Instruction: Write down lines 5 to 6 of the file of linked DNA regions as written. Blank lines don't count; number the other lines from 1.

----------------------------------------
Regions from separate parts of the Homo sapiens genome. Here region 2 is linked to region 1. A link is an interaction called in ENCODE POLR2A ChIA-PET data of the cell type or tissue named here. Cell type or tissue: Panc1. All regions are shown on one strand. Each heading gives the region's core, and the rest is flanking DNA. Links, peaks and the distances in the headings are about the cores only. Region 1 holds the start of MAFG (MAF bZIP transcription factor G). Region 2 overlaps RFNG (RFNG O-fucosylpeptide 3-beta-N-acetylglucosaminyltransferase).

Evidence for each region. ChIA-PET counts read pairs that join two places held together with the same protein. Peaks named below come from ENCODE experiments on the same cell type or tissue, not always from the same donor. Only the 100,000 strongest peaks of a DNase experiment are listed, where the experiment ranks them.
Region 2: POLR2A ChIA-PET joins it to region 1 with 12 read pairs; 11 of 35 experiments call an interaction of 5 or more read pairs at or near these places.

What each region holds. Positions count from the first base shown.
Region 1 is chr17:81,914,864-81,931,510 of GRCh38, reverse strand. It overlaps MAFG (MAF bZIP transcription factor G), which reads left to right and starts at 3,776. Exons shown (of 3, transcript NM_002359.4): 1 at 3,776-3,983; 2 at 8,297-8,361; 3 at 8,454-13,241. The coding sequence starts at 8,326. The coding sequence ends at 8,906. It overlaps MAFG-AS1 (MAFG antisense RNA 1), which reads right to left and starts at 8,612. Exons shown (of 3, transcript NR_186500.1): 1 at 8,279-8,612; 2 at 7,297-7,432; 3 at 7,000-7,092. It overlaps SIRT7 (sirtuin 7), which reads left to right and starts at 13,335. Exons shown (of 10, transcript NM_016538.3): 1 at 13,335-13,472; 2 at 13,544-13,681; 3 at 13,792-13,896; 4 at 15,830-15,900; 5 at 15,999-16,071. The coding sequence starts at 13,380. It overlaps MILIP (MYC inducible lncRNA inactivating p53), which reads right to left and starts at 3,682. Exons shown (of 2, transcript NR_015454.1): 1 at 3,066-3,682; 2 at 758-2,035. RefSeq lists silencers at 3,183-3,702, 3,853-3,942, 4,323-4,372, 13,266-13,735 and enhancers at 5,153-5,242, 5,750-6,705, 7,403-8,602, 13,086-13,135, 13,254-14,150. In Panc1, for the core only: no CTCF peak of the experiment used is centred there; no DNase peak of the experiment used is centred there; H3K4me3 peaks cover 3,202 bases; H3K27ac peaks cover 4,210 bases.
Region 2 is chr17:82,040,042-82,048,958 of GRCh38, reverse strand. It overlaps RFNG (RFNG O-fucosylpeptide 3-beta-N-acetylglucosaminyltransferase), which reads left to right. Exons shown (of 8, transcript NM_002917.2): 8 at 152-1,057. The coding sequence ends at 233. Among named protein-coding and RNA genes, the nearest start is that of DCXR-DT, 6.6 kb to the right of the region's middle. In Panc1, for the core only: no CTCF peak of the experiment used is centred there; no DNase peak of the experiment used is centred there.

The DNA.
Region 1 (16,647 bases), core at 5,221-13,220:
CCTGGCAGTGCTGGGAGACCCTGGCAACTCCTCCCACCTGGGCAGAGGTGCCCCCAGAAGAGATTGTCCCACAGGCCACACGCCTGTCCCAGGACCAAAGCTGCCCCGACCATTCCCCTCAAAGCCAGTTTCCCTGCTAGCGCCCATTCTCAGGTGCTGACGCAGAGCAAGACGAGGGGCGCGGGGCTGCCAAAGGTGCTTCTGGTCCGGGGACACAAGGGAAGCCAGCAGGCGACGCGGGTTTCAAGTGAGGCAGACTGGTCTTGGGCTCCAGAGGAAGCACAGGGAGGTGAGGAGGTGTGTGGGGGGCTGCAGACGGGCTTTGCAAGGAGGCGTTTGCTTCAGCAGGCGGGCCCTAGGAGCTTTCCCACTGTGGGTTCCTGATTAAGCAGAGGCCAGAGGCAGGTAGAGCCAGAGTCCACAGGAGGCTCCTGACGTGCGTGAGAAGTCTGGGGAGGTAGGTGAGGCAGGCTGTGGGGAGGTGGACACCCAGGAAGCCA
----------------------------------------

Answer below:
Region 1 is chr17:81,914,864-81,931,510 of GRCh38, reverse strand. It overlaps MAFG (MAF bZIP transcription factor G), which reads left to right and starts at 3,776. Exons shown (of 3, transcript NM_002359.4): 1 at 3,776-3,983; 2 at 8,297-8,361; 3 at 8,454-13,241. The coding sequence starts at 8,326. The coding sequence ends at 8,906. It overlaps MAFG-AS1 (MAFG antisense RNA 1), which reads right to left and starts at 8,612. Exons shown (of 3, transcript NR_186500.1): 1 at 8,279-8,612; 2 at 7,297-7,432; 3 at 7,000-7,092. It overlaps SIRT7 (sirtuin 7), which reads left to right and starts at 13,335. Exons shown (of 10, transcript NM_016538.3): 1 at 13,335-13,472; 2 at 13,544-13,681; 3 at 13,792-13,896; 4 at 15,830-15,900; 5 at 15,999-16,071. The coding sequence starts at 13,380. It overlaps MILIP (MYC inducible lncRNA inactivating p53), which reads right to left and starts at 3,682. Exons shown (of 2, transcript NR_015454.1): 1 at 3,066-3,682; 2 at 758-2,035. RefSeq lists silencers at 3,183-3,702, 3,853-3,942, 4,323-4,372, 13,266-13,735 and enhancers at 5,153-5,242, 5,750-6,705, 7,403-8,602, 13,086-13,135, 13,254-14,150. In Panc1, for the core only: no CTCF peak of the experiment used is centred there; no DNase peak of the experiment used is centred there; H3K4me3 peaks cover 3,202 bases; H3K27ac peaks cover 4,210 bases.
Region 2 is chr17:82,040,042-82,048,958 of GRCh38, reverse strand. It overlaps RFNG (RFNG O-fucosylpeptide 3-beta-N-acetylglucosaminyltransferase), which reads left to right. Exons shown (of 8, transcript NM_002917.2): 8 at 152-1,057. The coding sequence ends at 233. Among named protein-coding and RNA genes, the nearest start is that of DCXR-DT, 6.6 kb to the right of the region's middle. In Panc1, for the core only: no CTCF peak of the experiment used is centred there; no DNase peak of the experiment used is centred there.